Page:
Stew wouldn't give up—I can't imagine what he was pondering—and so he left the whole mess of wires, circuit panels and tiny screws lying on the desk, as if waiting for a visit by the Angel of Technology.

"Should have done what ninety-nine percent of smart phone users would have done," I said snarkily.

"Which is?" Stew asked.

"Throw the damn thing in the trash and buy a new one," I said.

Which is what we ended up doing, and we now own shiny new Samsung 6 Galaxy smart phone. It has a panoply of features we've just begun to explore. Fingerprint and voice recognition, plus automatic this and that and the other. Don't ask how much it cost, because I won't tell you.

Meanwhile, Stew now has moved on to the solar-powered, motion-activated LED light by the entrance gate, which doesn't seem to work. He mumbled about fixing it until he discovered we bought it nine months ago and it carries a two-year warranty.

And when that's on its way back to the manufacturer, he'll need to check the weather station on the roof which has been registering zero m.p.h. winds and no temperature, for several days. I think it's broken.


Saturday, October 24, 2015

Memorial for someone we didn't know

Sally lived in San Miguel but, for Stew and me, she was a bedridden unknown. We inquired about her periodically, but her brother Doug, one of our best friends here, would only mutter, predictably, "Oh, she's about the same."

Sally, 77, died on September 28 from the multiple sclerosis that had kept her barely conscious, in a special room set aside in Doug's house, for the past twelve years. It wasn't until two weeks ago, when we attended an ad hoc, but deeply moving memorial sendoff, consisting of a brief service at a Catholic church followed by a rousing fiesta at Doug's house serenaded by a mariachi band, that we got to know Sally, however fleetingly.

By the entrance: Mariachi fanfare for Sally.
For years, Sally didn't, couldn't, say much. But during her last moments somehow she communicated her appreciation for all the extraordinary love and attention she had received from Doug and his wife, as well as the team of Mexican caregivers who looked after her, round-the-clock.

She mouthed a last-minute "thank you" to Doug minutes before she died. Even Sally's husband Hans, who died in 2000, may have returned to bid her good-bye too.

Neither Sally nor Hans could talk, but somehow each got a few last words in.
We met Doug Lord and his wife Brianne ten years ago at a yoga-for-geezers class in San Miguel and soon became fast friends. None of us drinks. We're all liberal Democrats, the Lords from the San Francisco area, us from Chicago, and we can hoo-hah, or at times groan, endlessly about he foibles of Republicans. We gossip, schmooze and laugh over lunch or dinner for two hours or more, and walk away confident there's plenty conversation left for the next get-together.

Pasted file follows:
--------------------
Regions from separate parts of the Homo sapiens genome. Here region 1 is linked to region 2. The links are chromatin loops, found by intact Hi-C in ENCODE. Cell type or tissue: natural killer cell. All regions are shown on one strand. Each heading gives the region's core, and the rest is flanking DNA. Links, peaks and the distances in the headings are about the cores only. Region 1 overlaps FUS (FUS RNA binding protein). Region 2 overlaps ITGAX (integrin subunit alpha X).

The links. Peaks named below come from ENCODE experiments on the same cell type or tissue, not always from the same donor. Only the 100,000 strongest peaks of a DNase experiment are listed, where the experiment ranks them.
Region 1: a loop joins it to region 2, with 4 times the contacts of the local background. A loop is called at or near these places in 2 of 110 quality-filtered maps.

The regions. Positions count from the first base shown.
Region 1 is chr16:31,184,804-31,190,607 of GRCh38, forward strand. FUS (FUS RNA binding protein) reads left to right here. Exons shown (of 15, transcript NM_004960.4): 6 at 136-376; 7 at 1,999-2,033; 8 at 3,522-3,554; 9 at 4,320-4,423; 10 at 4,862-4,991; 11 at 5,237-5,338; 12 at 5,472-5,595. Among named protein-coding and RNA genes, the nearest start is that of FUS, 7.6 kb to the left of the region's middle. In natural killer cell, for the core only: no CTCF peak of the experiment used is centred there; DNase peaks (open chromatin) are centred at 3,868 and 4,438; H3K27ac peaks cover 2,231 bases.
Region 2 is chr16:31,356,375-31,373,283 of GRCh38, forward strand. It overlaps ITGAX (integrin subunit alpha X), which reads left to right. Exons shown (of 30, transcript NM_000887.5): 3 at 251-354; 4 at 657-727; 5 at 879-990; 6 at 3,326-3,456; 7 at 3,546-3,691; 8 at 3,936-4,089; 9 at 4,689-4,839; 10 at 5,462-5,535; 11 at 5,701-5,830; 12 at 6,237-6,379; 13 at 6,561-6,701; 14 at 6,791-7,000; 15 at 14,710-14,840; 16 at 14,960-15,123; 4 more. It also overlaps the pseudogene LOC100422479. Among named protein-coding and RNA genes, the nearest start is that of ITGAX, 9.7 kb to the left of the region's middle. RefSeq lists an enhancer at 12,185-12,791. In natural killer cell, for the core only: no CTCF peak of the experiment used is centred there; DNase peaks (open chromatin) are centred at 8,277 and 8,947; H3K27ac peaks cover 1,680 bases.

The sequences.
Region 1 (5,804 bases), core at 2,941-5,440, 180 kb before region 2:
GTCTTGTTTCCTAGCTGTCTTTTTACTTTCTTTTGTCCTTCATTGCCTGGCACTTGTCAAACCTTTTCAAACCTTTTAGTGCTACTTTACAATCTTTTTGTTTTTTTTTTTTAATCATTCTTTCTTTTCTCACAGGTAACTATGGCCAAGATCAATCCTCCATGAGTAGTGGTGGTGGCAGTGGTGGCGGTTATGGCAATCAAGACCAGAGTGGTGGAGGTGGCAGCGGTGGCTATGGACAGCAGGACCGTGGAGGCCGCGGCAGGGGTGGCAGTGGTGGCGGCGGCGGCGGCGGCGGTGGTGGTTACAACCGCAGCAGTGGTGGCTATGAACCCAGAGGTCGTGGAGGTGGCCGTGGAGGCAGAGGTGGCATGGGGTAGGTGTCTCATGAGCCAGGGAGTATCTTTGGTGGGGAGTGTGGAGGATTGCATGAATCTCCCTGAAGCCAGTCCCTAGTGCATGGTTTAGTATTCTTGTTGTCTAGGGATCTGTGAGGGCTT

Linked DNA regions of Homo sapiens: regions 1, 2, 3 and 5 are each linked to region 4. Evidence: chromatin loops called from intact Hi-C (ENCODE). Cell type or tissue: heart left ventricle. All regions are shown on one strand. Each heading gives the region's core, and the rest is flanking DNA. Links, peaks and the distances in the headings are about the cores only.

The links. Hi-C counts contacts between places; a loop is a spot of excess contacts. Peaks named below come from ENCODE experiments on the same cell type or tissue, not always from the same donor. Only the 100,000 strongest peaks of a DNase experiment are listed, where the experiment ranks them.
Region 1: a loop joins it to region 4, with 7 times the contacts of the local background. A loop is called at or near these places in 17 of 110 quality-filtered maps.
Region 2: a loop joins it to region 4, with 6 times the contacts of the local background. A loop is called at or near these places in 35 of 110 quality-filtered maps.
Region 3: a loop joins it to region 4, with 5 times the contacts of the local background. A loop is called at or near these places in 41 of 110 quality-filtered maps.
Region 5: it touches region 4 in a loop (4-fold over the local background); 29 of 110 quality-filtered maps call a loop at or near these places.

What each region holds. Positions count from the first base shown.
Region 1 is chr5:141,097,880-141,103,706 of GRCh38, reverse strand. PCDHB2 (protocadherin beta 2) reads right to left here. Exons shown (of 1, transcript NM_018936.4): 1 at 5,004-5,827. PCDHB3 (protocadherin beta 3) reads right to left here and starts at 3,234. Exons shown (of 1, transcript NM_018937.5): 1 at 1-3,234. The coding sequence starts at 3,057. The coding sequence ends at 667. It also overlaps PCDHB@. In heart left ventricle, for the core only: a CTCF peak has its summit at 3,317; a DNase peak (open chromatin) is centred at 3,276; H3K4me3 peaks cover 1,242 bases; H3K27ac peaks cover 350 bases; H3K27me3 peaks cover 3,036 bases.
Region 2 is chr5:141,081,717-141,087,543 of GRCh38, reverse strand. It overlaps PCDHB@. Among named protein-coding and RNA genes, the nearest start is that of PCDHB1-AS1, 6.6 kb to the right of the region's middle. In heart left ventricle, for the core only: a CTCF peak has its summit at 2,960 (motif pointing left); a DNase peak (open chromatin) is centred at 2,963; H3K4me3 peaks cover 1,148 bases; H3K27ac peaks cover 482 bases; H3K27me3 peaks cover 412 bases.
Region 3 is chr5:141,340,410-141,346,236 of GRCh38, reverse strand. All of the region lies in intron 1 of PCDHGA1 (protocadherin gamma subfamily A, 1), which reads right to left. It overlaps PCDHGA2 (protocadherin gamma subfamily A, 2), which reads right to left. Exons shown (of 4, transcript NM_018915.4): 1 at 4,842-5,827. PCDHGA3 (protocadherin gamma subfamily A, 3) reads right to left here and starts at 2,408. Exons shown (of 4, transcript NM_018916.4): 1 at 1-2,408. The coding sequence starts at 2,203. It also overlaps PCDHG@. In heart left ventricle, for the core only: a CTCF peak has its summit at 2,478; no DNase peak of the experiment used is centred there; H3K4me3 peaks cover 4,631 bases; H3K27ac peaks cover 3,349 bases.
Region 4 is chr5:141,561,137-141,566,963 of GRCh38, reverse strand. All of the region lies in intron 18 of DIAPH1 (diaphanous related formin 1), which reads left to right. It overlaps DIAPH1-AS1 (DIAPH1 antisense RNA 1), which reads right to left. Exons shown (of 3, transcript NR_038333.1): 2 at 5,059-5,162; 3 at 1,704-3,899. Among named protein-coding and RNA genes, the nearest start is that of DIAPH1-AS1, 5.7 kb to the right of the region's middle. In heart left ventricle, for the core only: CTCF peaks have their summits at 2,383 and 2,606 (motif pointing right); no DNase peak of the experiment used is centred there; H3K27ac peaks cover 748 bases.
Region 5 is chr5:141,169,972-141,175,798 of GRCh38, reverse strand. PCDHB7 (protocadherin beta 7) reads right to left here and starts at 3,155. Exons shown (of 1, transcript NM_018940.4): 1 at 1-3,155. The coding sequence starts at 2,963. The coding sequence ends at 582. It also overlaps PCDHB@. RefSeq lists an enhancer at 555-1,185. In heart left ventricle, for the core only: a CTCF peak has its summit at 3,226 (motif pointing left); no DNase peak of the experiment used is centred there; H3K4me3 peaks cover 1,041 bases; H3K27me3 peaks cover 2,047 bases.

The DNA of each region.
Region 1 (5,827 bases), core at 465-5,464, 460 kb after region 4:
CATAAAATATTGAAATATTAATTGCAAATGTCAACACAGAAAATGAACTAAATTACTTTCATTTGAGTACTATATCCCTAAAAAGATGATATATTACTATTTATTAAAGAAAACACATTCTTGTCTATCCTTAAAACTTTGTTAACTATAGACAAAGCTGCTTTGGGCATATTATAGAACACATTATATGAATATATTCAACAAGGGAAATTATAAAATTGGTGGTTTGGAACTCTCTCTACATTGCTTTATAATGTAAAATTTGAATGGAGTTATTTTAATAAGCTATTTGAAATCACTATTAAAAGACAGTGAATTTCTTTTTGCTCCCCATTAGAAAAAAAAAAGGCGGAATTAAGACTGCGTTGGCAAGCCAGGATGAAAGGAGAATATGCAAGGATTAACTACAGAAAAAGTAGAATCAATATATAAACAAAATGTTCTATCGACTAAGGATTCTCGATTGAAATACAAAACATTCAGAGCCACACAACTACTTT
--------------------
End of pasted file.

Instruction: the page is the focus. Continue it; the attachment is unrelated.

Sally's memorial rites were held on October 11 at Las Monjas, one of San Miguel's most beautiful churches, which gets its informal name because of its attached cloistered convent. The services were arranged by Oscar Peña, who runs the home-care service that looked after Sally, and was attended by him, his wife and a few of the other caretakers, plus about twenty-five expat acquaintances.

Neither Doug nor Brianne, nor I suspect most of the other Americans in attendance, were Catholic, and so the young priest wisely dispensed with most of the normal church liturgy for the dead and improvised a set of readings—in Latin and Spanish—that were unintelligible to all but the Mexican attendees yet stirred everyone with their simplicity and cadence.

Recalling Sally's Life: Doug speaking,
Oscar to his left, Brianne sitting. 
As if for added dramatic effect, the priest, in his mid-thirties, read and sang the readings in a high and resonant tenor that echoed throughout the church and was met by the distant responses of soft female voices, presumably coming from cloistered nuns huddled behind the grille in the church's choir loft.

From what I could understand of the five-minute sermon, it was a matter-of-fact exhortation, light on hell-and-damnation, and more along the lines of, "life is a limited engagement, folks, and we'd better enjoy it while we can."